Throughout her years of dedication and hard work, Eva Paterson has become an outstanding leader who actively works for change in her community. Paterson’s years of persistence, along with her courage, grit, and fortitude have helped her break down many racial barriers. She has received numerous awards and has acted as a catalyst for many social movements.
Born into a military family, Paterson was constantly on the move which gave her the opportunity to live in places like Illinois, France, and England. However, her upbringing was anything but structured. Many times she was forced to watch her father abuse her mother. She explained, “I really tried to protect my mother from my father . . . I think some sense of being a warrior was being instilled at that point” (Shetterly). From a young age Paterson knew that it was not right for her father to physically abuse her mother. She possessed an innate sense of protection, but felt frustrated because she was unable to solve the problem. If it weren’t for these experiences, she wouldn’t have found one of her life’s passions in working with women who experience sexual and physical abuse. Paterson’s urge to change the world for the better led her to Northwestern University where she would become the first African American female student body president. She quickly found a love for politics working in this role. In 1970 at the age of 20, Paterson captured America’s attention by winning a debate on national television. In her debate against Vice President Spiro Agnew, she spoke passionately about the 1970 Kent University shooting of student demonstrators. Her outstanding accomplishments led her to be admitted into UC Berkeley School of Law.
Paterson began her career as a “baby lawyer” at the Legal Aid Society in Alameda County where she co-founded “A Safe Place”—a haven for women who are victims of physical abuse. For the next 23 years, she would work at the Lawyer’s Committee for Civil Rights and of those 23, she spent 16 years as the Executive Director. Paterson also took on many other issues like fighting against racial and gender discrimination in the San Francisco Fire Department. In 2003, Paterson was at the helm of the creation of the Equal Justice Society (EJS), becoming its co-founder and president. In recent years, she has served as an adjunct professor at both UC Hastings and the University of San Francisco School of Law and has given many addresses at universities across the nation.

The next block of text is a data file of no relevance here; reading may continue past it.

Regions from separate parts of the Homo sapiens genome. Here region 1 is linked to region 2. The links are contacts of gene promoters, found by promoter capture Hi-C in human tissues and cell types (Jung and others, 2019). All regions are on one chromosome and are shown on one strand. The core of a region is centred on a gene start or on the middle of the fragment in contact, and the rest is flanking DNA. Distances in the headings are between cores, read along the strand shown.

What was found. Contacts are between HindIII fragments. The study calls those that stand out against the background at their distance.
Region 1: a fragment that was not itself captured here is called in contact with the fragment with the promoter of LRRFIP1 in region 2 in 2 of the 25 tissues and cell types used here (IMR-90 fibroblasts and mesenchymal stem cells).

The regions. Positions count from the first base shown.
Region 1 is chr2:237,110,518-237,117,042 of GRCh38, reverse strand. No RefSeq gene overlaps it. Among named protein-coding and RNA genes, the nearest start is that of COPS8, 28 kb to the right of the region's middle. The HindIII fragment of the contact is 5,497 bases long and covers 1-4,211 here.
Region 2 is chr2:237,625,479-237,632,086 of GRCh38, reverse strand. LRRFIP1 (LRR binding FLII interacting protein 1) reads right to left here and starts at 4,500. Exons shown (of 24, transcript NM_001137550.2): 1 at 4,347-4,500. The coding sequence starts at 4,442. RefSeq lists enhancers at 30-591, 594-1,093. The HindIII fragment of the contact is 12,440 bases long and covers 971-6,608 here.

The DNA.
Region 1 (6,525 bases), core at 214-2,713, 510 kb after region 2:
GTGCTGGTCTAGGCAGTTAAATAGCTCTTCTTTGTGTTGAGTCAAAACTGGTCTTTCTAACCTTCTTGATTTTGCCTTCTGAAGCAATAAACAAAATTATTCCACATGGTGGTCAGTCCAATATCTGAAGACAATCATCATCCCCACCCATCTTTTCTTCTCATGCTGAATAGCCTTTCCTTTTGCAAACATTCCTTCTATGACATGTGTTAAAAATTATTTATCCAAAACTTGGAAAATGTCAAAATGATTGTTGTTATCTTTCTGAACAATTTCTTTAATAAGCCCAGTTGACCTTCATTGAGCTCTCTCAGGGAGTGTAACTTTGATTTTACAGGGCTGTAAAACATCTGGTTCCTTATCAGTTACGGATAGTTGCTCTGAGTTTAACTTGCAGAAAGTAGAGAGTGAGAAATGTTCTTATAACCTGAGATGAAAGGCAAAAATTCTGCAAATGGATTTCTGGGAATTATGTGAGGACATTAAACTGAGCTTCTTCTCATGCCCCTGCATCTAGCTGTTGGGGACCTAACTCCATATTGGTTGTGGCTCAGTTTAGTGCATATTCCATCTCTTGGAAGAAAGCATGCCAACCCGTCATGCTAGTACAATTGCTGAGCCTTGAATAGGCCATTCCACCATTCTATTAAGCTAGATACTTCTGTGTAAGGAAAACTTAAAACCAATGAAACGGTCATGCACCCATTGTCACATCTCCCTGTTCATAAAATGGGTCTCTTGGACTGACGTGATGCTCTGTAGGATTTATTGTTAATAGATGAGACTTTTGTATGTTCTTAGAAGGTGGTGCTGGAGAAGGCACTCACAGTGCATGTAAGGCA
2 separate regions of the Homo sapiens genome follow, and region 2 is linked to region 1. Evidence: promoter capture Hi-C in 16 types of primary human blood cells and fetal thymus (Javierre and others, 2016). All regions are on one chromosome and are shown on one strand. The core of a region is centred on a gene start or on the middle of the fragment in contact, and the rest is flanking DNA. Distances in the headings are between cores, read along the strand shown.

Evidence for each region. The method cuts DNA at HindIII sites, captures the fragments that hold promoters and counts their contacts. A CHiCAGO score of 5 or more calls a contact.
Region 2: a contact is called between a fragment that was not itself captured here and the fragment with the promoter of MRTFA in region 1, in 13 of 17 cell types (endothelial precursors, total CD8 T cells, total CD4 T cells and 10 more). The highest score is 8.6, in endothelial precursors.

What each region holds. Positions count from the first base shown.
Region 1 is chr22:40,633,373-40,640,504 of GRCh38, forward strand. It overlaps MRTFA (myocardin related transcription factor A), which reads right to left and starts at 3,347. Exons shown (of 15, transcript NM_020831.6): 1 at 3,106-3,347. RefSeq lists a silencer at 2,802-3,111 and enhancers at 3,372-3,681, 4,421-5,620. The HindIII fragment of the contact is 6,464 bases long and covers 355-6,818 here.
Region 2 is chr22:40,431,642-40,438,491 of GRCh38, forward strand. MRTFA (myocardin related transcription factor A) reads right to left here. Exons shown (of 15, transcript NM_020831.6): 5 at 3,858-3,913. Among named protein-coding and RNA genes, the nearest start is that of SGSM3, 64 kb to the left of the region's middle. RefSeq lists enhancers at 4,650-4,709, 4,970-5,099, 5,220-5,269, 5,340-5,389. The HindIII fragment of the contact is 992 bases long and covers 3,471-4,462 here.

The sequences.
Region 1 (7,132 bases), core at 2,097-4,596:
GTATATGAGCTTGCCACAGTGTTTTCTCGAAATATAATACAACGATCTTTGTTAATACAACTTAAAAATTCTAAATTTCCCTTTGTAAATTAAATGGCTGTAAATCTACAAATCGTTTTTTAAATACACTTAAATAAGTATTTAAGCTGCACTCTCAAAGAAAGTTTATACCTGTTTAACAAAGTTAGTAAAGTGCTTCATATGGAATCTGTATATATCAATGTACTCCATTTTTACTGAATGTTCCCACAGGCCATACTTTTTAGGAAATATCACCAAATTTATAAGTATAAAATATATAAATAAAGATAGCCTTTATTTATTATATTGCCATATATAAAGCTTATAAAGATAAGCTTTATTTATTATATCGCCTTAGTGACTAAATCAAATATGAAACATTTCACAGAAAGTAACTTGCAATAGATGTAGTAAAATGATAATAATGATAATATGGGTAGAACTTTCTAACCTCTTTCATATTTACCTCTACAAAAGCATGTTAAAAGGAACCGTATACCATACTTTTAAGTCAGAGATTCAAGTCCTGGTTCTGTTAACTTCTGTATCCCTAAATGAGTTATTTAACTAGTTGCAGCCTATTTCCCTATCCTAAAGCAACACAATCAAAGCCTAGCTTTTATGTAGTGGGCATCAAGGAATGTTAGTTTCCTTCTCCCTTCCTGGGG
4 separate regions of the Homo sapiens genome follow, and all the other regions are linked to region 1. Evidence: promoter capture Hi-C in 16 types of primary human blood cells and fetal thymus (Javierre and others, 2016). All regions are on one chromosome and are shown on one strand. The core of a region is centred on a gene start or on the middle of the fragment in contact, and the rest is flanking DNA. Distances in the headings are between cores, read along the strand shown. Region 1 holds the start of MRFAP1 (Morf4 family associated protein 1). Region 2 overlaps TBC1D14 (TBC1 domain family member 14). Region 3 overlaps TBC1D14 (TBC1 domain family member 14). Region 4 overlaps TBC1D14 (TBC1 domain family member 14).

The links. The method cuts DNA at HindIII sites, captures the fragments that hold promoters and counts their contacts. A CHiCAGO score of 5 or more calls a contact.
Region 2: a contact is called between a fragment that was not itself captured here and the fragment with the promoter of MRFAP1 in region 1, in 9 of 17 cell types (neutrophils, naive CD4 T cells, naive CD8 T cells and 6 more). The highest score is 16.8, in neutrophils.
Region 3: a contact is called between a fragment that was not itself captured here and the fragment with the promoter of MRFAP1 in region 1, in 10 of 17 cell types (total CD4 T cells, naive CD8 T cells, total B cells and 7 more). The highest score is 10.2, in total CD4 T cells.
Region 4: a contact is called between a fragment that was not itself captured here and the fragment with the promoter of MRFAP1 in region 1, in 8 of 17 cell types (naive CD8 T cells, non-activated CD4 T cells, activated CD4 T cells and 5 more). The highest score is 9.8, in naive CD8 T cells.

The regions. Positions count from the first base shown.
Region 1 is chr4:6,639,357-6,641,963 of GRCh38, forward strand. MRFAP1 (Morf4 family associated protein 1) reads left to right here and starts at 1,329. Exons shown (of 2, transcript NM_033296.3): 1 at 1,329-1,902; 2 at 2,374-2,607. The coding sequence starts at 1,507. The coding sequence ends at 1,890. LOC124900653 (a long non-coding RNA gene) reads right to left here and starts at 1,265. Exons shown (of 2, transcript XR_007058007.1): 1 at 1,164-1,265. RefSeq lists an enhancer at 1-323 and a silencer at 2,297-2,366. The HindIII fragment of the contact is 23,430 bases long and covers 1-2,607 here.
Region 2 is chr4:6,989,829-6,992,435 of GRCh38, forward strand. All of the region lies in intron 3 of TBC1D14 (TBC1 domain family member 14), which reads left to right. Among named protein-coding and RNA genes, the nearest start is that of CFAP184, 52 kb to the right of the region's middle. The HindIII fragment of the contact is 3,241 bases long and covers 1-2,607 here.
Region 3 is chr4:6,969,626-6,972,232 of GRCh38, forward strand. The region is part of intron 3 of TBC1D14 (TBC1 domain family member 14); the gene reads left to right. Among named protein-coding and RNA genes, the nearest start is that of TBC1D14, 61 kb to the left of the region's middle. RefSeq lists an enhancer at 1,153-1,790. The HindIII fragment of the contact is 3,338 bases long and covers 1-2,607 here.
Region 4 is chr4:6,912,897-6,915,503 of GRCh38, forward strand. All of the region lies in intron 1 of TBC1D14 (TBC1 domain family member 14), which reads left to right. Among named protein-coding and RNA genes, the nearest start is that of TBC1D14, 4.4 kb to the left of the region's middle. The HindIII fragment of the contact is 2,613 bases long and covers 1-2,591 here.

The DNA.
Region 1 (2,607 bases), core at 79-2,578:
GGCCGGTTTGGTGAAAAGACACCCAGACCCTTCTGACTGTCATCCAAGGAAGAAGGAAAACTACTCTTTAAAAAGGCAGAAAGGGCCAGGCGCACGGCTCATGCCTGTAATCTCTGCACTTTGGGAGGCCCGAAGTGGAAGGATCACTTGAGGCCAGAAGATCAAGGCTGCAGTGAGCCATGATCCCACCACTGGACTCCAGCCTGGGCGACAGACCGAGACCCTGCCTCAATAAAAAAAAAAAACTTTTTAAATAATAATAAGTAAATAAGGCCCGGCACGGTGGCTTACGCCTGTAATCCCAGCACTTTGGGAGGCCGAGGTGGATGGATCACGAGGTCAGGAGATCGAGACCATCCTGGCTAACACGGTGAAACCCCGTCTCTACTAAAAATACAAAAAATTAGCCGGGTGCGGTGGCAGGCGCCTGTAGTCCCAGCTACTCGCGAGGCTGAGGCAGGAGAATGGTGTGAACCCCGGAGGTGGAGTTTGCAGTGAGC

Eva Paterson has served as the co-founder and president of the Equal Justice Society, a national non-profit organization aimed at transforming the nation’s consciousness on race through law, social science, and the arts.
Paterson has received more than fifty titles and awards over the span of her career. From the recognition that she had gained from her debate in 1970, she was named one of Mademoiselle magazine’s “Ten Young Women of the Year.” She was later featured on the covers of Ebony and Jet magazine. Of her many awards, her most notable include: The Woman of the Year from the Black Forum, the Earl Warren Civil Liberties Award, The Alumni Award of Merit from Northwestern University, the Fay Stender Award from the California Women Lawyers, and the Spirit of Excellence Award from the San Francisco Bar Association. Additionally, she has written many articles promoting nonviolence and equal rights. Among these are “Can’t We Get Along” and “The Future of Affirmative Action.” However, one of her most compelling accomplishments was the work that she did in support of equal educational opportunities in the landmark Supreme Court case, Grutter v. Bollinger. Paterson’s effort helped the Supreme Court uphold the affirmative action admissions policy.
For the last eighteen years, Paterson has been the co-founder and president of the Equal Justice Society, a national non-profit organization that aims to create coalitions to transform the minds of citizens across America through the use of law, the judicial system, and through studying the social sciences and the arts. Paterson was also a vocal spokesperson against Proposition 54 which, if passed, would have “prohibited the collection of racial and ethnic data by any state agency, thus making it impossible to track any racial discrimination or bring civil rights suits to court” (Cal Civil Rights).
Eva Paterson continues to be an active member of the San Francisco community. Throughout the years, she has demonstrated her strength as a leader and has displayed patience and perseverance in the face of inequality and discrimination. She has had a drive to make positive changes in the world from a young age. What her next contribution to her community will be, only time will tell.
— Candice Matlock, Althea Pyle, and Zachary James
“Eva Paterson.” Equal Justice Society. 29 Sep 2016.
Kamisugi, Keith. “Eva Paterson to Debate Ward Connerly at State Bar Annual Meeting.” Equal Justice Society. 26 Jan 2016.
Shetterly, Robert. “Eva Paterson.” Americans Who Tell the Truth. 2016.
“Eva Paterson.” California Civil Rights Coalition. 2015.
Robertson, Erin. “Modern-Day Civil Rights Leader: Eva Paterson.” Chicago Ideas. 22 Jan 2014.